It is no secret that Americans are spending less time eating in, but with the economy in shambles, who can afford to eat out every day? This dilemma has driven some to seek out the street vendors that occupy so much of Roosevelt Avenues curbs. A typical stand offers Central and South American food such as chorizo, tacos, and quesadillas.
Street vendors seem to be the solution for those who don’t have the time to sit down or the money to spend on service. A stop at a food vendor takes no longer than ten minutes, costs range $2 to $5 per item, there is no tax, and there is no obligation when it comes to tips.
The voice of the vendor is one of optimism.
“The truth is the truth,” says Patricia Gonzalez, a food vendor from Colombia who has been in the states for six months. “You maintain yourself. We are certainly not suffering.”
In fact, speak to any vendor and they will tell you there is little to grumble about. Surely things have been a little slow lately and business is better in the summer, but they get by.
“You can’t complain,” echoes Alejandra Gonzalez, a Mexican woman who has been in the states for two-and-a-half years. “We aren’t limited to Hispanic customers; everybody comes here, so business does well.”
Unfortunately, not everyone shares the sentiments of the street vendors. Affordability and convenience has trumped the lure of restaurants in the area. With more people seeking out the quick fix for hunger, restaurants have suffered. While stopping at a food stand may keep more dollars in your pocket, it also endangers the job security of local restaurant employees.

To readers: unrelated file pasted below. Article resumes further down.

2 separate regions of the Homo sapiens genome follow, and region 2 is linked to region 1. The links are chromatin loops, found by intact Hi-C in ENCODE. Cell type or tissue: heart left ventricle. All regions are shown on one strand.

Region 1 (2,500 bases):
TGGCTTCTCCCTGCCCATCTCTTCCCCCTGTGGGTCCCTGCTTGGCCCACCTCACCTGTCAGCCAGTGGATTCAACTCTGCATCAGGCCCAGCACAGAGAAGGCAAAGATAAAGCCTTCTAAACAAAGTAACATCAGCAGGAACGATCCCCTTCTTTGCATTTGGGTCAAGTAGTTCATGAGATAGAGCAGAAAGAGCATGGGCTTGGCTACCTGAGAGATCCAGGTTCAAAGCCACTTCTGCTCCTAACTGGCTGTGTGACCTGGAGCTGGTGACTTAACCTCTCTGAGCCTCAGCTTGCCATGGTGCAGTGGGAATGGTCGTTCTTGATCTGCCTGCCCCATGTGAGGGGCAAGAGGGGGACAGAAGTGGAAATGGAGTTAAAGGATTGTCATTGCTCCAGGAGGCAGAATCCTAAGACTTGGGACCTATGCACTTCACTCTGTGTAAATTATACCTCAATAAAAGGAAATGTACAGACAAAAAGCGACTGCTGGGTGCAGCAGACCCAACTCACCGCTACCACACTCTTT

At 5:30 p.m. on a Friday, Tierras Deliciosas on Roosevelt Avenue is empty except for one table. The two waiters working lean on the counter and make chitchat as their only table figures out the tip and prepare to leave. There are also two cooks standing in the kitchen awaiting orders, while just down the block a line is forming at the stand of a street vendor.
“It’s not fair,” said Claudia Quintero, manager of Tierras Deliciosas. “Everyday you see more and more business on the street. They make more, a thousand times more because they don’t pay taxes. We have to pay taxes, our employees, and rent. They don’t have to pay for anything.”
Though the food vendors seem to be the popular choice for on-the-go New Yorkers, Quintero says that the local businesses all want them gone. Some are even beginning to complain, leading police to patrol the busy street and ask vendors to provide licenses.
“The police come to check our licenses, but if your papers are in order they don’t bother you,” says Alejandra Gonzalez.
The Sanitation Department is left as the local businesses last line of defense. If a food vendor does not pass inspections, they are immediately shut down.
“[The sanitation department] come in and everything must be right on,” explains Gonzalez. “The cold products [temperatures] must be on point. The hot [food] must be on point. They check everything.”
Some restaurants have caught on to the trend and have deployed their own stands. A stand, on the corner of Gleane Street and Roosevelt Avenue asks patrons to visit their restaurant, La Tia, for more options.